The most accurate prewar prognosticator of the threat presented to England by German U-boats was none other than Arthur Conan Doyle. After visiting Germany in 1911, Conan Doyle began to study German war literature. He saw that the submarine and the airplane were going to be important factors in the next war. He was particularly concerned about the threat of submarines blockading food shipments to Britain.
Convinced that this was a vital precaution, Conan Doyle eventually took his idea to the public in the form of a story, "Danger! Being the Log of Captain John Sirius" that originally appeared in the July 1914 edition of The Strand magazine and was republished in Collier's the following August.. The story dealt with a conflict between Britain and a fictional country called Norland. In the story, Norland is able to bring Britain to its knees by the use of a small submarine fleet. Its opening passage was an eye-opener:
It is an amazing thing that the English, who have the reputation of being a practical nation, never saw the danger to why they were exposed. For many years they had been spending nearly a hundred million a year upon their army and their fleet. . . Yet when the day of trial came, all this imposing force was of no use whatever, and might as well have not existed.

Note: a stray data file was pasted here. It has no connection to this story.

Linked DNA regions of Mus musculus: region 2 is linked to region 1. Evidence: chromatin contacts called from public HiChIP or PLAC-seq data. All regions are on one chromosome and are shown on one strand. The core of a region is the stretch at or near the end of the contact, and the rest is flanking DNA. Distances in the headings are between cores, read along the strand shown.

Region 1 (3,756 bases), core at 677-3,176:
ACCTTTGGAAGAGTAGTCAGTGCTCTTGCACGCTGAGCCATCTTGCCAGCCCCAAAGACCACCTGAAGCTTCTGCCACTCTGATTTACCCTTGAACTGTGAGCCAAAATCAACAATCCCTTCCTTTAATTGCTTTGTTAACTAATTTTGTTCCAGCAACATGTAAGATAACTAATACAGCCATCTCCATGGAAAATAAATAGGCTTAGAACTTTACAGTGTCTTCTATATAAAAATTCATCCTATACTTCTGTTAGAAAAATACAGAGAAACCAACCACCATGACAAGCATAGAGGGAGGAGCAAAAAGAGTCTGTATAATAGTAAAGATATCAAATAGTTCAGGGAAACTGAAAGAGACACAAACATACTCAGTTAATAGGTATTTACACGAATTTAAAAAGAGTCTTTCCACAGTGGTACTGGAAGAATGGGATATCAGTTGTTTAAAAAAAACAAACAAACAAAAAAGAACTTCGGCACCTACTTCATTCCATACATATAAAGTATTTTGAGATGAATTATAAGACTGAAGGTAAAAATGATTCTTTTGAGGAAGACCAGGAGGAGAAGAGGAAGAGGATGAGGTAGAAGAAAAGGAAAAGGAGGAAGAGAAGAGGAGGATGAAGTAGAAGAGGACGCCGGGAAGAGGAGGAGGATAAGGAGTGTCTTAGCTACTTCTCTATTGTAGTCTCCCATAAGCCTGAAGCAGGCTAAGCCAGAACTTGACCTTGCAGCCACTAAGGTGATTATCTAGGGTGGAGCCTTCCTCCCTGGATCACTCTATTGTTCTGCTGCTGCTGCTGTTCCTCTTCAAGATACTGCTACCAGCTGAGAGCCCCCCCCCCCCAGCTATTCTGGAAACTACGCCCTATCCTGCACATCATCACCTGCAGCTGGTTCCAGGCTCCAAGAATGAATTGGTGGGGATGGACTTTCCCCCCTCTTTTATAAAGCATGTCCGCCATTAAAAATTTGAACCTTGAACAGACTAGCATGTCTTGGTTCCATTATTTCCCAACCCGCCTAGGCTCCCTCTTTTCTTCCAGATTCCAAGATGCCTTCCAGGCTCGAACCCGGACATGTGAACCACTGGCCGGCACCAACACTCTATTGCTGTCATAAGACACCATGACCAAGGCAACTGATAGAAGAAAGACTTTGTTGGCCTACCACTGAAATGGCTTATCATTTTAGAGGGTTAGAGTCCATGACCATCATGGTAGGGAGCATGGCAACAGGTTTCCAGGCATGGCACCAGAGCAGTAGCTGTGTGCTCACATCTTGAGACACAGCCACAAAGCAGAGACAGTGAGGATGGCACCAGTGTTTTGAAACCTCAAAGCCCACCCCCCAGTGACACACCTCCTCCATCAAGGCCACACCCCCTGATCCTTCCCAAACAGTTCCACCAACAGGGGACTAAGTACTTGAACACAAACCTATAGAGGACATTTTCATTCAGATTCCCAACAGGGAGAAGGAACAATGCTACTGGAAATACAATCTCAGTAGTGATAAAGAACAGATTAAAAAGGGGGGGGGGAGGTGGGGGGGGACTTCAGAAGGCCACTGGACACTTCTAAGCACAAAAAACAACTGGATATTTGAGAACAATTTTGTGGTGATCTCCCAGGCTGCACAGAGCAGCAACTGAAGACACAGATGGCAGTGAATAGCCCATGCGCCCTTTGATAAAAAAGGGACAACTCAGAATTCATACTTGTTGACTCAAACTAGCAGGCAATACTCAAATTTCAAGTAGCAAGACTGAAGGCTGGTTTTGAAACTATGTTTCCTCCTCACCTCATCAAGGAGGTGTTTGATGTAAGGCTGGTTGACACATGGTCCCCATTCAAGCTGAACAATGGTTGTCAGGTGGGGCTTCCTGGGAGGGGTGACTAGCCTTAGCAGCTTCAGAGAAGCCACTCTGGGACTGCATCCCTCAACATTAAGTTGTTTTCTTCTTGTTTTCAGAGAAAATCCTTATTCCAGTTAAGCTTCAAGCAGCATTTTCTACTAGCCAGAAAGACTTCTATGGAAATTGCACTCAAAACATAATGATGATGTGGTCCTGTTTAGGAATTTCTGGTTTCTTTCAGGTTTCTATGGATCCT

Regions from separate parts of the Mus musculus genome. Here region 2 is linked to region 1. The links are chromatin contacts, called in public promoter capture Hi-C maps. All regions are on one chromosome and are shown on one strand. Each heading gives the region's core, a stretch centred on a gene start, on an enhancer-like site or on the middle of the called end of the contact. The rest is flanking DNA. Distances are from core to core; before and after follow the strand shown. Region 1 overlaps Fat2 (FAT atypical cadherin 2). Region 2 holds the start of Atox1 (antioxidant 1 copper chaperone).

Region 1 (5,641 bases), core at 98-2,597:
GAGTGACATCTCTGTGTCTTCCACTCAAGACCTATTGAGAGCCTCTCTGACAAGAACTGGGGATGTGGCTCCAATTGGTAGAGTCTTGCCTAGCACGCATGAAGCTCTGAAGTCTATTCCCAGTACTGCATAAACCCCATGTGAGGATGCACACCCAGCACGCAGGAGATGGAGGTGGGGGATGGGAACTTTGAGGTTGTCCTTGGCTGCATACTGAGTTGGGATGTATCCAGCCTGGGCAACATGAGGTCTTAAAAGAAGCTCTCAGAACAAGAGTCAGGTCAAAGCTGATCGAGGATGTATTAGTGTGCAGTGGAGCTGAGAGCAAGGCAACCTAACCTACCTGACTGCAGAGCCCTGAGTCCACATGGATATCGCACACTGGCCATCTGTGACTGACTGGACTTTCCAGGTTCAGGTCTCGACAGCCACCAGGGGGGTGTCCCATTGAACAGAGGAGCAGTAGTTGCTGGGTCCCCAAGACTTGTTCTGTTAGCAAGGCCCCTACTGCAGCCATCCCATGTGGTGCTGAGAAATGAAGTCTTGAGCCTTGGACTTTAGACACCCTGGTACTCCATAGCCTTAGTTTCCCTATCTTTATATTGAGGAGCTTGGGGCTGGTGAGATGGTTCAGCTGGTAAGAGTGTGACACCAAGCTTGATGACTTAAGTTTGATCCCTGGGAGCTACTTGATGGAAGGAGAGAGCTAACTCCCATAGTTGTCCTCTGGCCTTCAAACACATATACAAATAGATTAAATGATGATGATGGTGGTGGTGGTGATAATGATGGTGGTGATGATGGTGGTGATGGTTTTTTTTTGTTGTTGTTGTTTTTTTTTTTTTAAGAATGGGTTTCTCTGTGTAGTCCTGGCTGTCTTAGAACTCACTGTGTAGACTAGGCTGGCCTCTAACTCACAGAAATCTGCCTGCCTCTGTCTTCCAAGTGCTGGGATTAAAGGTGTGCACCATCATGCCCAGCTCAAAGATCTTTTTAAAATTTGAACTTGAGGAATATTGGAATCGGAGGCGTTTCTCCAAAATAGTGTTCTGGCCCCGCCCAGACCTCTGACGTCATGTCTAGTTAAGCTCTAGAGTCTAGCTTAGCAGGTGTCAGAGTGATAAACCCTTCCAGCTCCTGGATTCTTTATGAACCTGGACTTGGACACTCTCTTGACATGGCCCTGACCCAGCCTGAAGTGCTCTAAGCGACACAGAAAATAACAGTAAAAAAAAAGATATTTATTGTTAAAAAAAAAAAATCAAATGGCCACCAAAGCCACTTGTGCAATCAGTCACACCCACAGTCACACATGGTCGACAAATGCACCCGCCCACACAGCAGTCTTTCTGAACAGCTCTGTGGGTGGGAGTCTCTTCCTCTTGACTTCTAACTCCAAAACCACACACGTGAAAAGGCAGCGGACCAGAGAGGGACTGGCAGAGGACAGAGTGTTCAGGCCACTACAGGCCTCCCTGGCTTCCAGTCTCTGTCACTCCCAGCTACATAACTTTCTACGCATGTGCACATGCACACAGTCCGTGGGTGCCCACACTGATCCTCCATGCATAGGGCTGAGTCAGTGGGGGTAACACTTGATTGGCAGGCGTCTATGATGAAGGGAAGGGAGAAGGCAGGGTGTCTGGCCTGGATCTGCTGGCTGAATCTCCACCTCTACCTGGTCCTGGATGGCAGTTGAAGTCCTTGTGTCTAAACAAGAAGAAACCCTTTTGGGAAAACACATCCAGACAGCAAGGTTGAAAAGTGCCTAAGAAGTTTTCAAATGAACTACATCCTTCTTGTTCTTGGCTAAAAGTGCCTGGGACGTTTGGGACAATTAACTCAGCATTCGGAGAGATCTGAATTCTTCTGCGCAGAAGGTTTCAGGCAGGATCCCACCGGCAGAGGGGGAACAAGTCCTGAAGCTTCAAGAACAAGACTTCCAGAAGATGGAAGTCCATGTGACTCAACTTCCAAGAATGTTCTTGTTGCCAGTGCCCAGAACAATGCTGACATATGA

|Illustration for the Collier's Presentation
Doyle’s proposals, given voice an imagined Times leader in the story, included: reformation of agriculture and trade policies to provide “sufficient food to at least keep life in her [Britain’s] population;” construction of “two double-lined railways under the Channel” to facilitate movement of goods and, presumably, armies; and “the building of large fleets of merchant submarines for the carriage of food.” Clearly, Doyle’s major concern was with having enough food to feed the nation during hostile times.
Sadly, Conan Doyle's warnings were ignored, at least by the British. German officials were later quoted as saying that the idea of the submarine blockade came to them after hearing Conan Doyle's warnings against such an event. How much of that statement was truth and how much was propaganda designed to cause conflict within Britain is not known.
From: Continuum, Newsletter of the University of Minnesota Libraries